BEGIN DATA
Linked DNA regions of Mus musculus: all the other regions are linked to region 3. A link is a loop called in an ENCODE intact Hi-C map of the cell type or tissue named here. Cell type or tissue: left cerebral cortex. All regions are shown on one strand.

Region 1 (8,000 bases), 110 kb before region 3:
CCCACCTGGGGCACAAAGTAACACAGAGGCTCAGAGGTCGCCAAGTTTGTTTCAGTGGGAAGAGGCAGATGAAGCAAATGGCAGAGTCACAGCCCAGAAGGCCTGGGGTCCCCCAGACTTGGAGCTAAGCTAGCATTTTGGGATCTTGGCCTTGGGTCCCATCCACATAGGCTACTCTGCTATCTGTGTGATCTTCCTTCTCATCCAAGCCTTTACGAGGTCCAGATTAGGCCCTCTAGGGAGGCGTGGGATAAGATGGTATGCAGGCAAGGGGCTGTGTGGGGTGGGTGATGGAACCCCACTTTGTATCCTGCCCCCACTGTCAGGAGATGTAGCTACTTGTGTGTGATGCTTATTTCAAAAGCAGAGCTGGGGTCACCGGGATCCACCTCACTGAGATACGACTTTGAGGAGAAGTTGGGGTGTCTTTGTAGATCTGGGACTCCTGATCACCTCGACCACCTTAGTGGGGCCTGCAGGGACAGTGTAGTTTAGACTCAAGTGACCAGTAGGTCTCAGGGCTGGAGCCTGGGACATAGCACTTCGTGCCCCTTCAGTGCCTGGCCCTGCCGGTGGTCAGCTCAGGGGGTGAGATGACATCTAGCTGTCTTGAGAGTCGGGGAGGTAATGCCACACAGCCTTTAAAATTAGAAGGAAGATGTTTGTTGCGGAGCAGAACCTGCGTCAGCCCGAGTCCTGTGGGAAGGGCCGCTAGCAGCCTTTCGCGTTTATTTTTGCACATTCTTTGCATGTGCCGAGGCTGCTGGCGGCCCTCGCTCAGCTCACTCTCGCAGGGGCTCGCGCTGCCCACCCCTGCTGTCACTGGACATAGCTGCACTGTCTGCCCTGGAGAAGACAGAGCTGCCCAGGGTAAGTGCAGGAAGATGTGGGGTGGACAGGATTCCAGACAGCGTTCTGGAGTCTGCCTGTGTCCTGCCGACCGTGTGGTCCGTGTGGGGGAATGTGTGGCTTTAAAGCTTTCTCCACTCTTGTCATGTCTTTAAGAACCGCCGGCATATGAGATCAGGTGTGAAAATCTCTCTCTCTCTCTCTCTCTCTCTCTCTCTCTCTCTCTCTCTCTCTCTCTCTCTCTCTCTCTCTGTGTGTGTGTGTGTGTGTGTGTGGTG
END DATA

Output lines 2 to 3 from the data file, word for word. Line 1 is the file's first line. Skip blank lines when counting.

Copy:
Region 1 (8,000 bases), 110 kb before region 3:
CCCACCTGGGGCACAAAGTAACACAGAGGCTCAGAGGTCGCCAAGTTTGTTTCAGTGGGAAGAGGCAGATGAAGCAAATGGCAGAGTCACAGCCCAGAAGGCCTGGGGTCCCCCAGACTTGGAGCTAAGCTAGCATTTTGGGATCTTGGCCTTGGGTCCCATCCACATAGGCTACTCTGCTATCTGTGTGATCTTCCTTCTCATCCAAGCCTTTACGAGGTCCAGATTAGGCCCTCTAGGGAGGCGTGGGATAAGATGGTATGCAGGCAAGGGGCTGTGTGGGGTGGGTGATGGAACCCCACTTTGTATCCTGCCCCCACTGTCAGGAGATGTAGCTACTTGTGTGTGATGCTTATTTCAAAAGCAGAGCTGGGGTCACCGGGATCCACCTCACTGAGATACGACTTTGAGGAGAAGTTGGGGTGTCTTTGTAGATCTGGGACTCCTGATCACCTCGACCACCTTAGTGGGGCCTGCAGGGACAGTGTAGTTTAGACTCAAGTGACCAGTAGGTCTCAGGGCTGGAGCCTGGGACATAGCACTTCGTGCCCCTTCAGTGCCTGGCCCTGCCGGTGGTCAGCTCAGGGGGTGAGATGACATCTAGCTGTCTTGAGAGTCGGGGAGGTAATGCCACACAGCCTTTAAAATTAGAAGGAAGATGTTTGTTGCGGAGCAGAACCTGCGTCAGCCCGAGTCCTGTGGGAAGGGCCGCTAGCAGCCTTTCGCGTTTATTTTTGCACATTCTTTGCATGTGCCGAGGCTGCTGGCGGCCCTCGCTCAGCTCACTCTCGCAGGGGCTCGCGCTGCCCACCCCTGCTGTCACTGGACATAGCTGCACTGTCTGCCCTGGAGAAGACAGAGCTGCCCAGGGTAAGTGCAGGAAGATGTGGGGTGGACAGGATTCCAGACAGCGTTCTGGAGTCTGCCTGTGTCCTGCCGACCGTGTGGTCCGTGTGGGGGAATGTGTGGCTTTAAAGCTTTCTCCACTCTTGTCATGTCTTTAAGAACCGCCGGCATATGAGATCAGGTGTGAAAATCTCTCTCTCTCTCTCTCTCTCTCTCTCTCTCTCTCTCTCTCTCTCTCTCTCTCTCTCTCTCTCTGTGTGTGTGTGTGTGTGTGTGTGGTG